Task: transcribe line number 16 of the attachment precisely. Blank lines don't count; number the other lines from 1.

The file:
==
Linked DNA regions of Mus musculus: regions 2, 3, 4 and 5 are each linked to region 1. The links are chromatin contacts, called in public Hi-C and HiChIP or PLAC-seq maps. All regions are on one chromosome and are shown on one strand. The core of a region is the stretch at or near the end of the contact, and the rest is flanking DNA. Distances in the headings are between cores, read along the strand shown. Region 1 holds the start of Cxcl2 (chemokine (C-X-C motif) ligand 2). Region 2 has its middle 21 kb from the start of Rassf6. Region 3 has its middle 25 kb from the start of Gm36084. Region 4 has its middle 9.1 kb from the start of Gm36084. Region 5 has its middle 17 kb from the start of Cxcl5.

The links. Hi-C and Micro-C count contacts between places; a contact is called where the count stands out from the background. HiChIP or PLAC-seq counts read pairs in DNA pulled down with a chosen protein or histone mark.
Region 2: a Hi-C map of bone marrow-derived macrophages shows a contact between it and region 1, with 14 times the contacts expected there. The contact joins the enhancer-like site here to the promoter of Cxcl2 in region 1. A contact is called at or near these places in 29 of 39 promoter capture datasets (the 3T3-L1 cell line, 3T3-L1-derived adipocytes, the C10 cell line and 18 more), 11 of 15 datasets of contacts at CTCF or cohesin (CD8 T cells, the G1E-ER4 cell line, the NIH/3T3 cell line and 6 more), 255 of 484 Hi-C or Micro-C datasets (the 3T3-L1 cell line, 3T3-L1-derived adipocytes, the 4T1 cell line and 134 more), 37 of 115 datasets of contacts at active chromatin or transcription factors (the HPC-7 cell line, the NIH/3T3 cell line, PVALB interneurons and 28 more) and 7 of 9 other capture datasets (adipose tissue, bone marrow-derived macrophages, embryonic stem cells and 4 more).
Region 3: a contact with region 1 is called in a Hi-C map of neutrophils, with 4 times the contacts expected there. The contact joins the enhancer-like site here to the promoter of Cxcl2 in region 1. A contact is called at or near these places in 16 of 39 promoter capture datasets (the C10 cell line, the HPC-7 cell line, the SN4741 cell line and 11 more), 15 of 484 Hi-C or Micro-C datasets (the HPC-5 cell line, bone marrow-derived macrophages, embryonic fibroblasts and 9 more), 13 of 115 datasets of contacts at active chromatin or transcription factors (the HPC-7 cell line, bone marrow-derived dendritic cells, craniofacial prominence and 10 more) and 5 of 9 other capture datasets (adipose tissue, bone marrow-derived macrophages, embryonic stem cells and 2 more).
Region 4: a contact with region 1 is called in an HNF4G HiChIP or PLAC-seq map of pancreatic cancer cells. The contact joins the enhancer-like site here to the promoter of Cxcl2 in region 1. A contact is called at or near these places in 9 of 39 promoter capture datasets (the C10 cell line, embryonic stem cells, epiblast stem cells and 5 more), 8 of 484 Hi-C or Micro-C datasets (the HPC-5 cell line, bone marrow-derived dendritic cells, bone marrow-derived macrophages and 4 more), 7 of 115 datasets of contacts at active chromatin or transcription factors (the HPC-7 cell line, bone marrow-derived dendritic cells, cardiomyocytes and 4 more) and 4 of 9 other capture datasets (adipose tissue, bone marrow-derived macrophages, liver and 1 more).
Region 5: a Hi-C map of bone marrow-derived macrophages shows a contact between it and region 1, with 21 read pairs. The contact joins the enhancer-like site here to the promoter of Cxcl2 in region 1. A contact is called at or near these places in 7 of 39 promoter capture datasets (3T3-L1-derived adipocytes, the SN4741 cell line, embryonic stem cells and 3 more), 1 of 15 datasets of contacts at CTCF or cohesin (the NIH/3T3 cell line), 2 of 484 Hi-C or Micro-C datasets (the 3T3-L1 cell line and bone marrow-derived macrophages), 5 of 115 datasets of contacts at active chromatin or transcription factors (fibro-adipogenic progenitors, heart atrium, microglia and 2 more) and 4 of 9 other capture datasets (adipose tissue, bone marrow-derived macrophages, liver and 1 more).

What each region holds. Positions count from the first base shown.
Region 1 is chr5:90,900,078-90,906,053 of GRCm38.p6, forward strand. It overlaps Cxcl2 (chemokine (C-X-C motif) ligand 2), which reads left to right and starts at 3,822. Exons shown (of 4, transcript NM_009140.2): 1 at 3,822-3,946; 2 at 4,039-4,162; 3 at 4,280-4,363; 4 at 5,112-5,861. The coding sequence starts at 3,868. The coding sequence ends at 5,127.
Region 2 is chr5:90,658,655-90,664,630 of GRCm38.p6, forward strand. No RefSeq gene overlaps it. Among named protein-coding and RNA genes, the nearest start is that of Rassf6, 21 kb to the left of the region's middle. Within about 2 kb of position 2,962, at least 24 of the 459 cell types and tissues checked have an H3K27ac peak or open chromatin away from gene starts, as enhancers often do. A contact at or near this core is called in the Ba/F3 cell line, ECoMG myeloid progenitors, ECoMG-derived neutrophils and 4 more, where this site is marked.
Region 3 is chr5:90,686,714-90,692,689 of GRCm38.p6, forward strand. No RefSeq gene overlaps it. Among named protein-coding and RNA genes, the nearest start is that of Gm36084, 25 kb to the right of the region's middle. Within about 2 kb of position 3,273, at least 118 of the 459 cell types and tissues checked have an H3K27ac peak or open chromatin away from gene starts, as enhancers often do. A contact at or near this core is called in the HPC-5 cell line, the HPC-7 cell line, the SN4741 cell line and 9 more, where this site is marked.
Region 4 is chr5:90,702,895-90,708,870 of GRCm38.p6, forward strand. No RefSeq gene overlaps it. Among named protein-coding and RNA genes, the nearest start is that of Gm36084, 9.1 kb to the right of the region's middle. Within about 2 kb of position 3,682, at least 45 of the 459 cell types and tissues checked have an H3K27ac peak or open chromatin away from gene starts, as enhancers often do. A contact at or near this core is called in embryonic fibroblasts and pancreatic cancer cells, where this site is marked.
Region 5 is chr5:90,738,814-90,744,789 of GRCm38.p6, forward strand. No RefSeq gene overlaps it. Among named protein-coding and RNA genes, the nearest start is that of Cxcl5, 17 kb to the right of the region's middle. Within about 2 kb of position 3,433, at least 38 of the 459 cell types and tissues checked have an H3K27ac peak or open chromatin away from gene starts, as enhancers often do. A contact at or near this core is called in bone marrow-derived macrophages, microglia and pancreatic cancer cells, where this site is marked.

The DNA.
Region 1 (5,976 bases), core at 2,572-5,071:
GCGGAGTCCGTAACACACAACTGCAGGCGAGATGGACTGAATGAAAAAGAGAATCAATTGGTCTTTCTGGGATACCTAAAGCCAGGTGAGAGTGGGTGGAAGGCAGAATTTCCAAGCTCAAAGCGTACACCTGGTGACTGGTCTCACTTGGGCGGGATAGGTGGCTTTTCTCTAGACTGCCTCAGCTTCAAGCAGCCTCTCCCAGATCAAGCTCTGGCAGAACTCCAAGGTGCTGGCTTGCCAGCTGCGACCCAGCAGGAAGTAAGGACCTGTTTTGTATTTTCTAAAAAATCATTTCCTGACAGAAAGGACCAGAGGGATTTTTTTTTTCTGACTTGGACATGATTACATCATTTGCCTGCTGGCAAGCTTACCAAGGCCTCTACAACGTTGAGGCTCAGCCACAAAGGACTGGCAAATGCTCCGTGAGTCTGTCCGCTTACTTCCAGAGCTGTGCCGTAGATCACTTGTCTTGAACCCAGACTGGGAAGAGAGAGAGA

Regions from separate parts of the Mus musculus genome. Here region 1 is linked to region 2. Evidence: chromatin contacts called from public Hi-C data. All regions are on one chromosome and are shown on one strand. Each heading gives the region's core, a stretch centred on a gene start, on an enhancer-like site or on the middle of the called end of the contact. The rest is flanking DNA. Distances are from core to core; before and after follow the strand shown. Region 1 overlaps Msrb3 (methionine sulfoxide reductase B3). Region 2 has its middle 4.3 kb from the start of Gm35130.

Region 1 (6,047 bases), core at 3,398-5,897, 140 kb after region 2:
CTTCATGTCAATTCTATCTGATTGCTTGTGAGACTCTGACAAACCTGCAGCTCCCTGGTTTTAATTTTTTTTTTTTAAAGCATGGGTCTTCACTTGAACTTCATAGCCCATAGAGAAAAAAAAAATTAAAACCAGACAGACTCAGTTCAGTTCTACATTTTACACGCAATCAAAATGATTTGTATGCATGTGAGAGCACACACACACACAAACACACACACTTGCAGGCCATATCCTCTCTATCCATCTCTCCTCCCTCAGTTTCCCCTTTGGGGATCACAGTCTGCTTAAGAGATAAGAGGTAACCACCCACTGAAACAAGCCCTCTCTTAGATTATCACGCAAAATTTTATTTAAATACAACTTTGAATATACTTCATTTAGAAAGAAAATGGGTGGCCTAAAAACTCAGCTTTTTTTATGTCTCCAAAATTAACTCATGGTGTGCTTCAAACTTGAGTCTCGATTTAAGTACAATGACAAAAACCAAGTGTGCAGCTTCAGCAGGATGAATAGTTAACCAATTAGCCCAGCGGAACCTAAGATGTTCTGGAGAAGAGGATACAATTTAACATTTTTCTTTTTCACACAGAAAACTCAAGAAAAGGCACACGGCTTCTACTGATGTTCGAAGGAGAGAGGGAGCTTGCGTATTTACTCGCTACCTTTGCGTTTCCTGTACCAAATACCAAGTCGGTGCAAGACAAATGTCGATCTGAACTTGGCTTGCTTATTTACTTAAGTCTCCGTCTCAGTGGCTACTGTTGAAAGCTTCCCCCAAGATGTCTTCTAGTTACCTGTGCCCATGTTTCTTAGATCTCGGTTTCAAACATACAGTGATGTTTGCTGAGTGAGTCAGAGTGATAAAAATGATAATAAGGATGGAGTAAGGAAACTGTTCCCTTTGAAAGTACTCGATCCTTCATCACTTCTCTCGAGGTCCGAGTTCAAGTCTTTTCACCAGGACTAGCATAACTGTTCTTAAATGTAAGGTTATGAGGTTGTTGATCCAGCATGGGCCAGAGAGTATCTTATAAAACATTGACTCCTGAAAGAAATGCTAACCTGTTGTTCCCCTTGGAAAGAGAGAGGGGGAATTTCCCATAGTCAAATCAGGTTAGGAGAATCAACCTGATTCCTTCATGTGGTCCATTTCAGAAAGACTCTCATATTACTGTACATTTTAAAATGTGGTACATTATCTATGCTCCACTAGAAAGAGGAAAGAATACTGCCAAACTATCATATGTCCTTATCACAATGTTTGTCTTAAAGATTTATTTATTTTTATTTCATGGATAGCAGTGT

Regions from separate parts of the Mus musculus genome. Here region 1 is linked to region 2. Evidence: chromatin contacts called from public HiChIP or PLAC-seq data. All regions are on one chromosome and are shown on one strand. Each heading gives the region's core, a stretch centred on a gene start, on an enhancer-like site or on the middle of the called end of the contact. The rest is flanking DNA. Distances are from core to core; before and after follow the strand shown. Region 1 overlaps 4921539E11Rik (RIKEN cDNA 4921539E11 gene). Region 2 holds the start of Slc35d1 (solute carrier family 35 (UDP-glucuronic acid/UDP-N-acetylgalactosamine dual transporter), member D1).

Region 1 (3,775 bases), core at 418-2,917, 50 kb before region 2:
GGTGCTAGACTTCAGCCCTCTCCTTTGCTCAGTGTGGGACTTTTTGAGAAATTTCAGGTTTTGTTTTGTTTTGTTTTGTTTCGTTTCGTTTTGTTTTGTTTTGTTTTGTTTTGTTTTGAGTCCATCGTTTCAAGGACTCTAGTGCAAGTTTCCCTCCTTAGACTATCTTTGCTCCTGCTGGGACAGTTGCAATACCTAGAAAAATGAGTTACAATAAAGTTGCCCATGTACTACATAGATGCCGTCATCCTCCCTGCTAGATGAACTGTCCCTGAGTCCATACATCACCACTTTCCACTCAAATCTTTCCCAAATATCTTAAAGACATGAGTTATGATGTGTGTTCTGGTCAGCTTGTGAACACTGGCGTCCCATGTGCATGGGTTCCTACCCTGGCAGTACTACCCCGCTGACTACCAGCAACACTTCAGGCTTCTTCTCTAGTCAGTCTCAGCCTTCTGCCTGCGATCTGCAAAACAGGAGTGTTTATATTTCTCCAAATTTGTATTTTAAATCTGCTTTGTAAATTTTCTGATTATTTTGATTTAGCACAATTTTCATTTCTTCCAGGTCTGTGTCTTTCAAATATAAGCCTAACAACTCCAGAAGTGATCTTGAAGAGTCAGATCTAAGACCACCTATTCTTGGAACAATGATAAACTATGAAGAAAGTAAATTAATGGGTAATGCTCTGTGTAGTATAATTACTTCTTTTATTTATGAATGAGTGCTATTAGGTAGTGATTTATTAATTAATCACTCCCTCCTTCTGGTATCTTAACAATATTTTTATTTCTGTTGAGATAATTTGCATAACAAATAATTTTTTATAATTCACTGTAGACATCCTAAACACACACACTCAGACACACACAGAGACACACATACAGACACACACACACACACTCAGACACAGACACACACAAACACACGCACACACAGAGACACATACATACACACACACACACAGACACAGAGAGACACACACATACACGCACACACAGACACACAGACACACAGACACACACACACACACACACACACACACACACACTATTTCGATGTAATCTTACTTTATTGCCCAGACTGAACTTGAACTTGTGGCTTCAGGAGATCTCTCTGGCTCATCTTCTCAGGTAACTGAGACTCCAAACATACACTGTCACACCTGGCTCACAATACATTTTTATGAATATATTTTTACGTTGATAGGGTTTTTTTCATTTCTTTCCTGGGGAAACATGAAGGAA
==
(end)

Regions from separate parts of the Mus musculus genome. Here region 1 is linked to region 2. Evidence: chromatin contacts called from public Hi-C data. All regions are on one chromosome and are shown on one strand. Each heading gives the region's core, a stretch centred on a gene start, on an enhancer-like site or on the middle of the called end of the contact. The rest is flanking DNA. Distances are from core to core; before and after follow the strand shown. Region 1 overlaps Msrb3 (methionine sulfoxide reductase B3). Region 2 has its middle 4.3 kb from the start of Gm35130.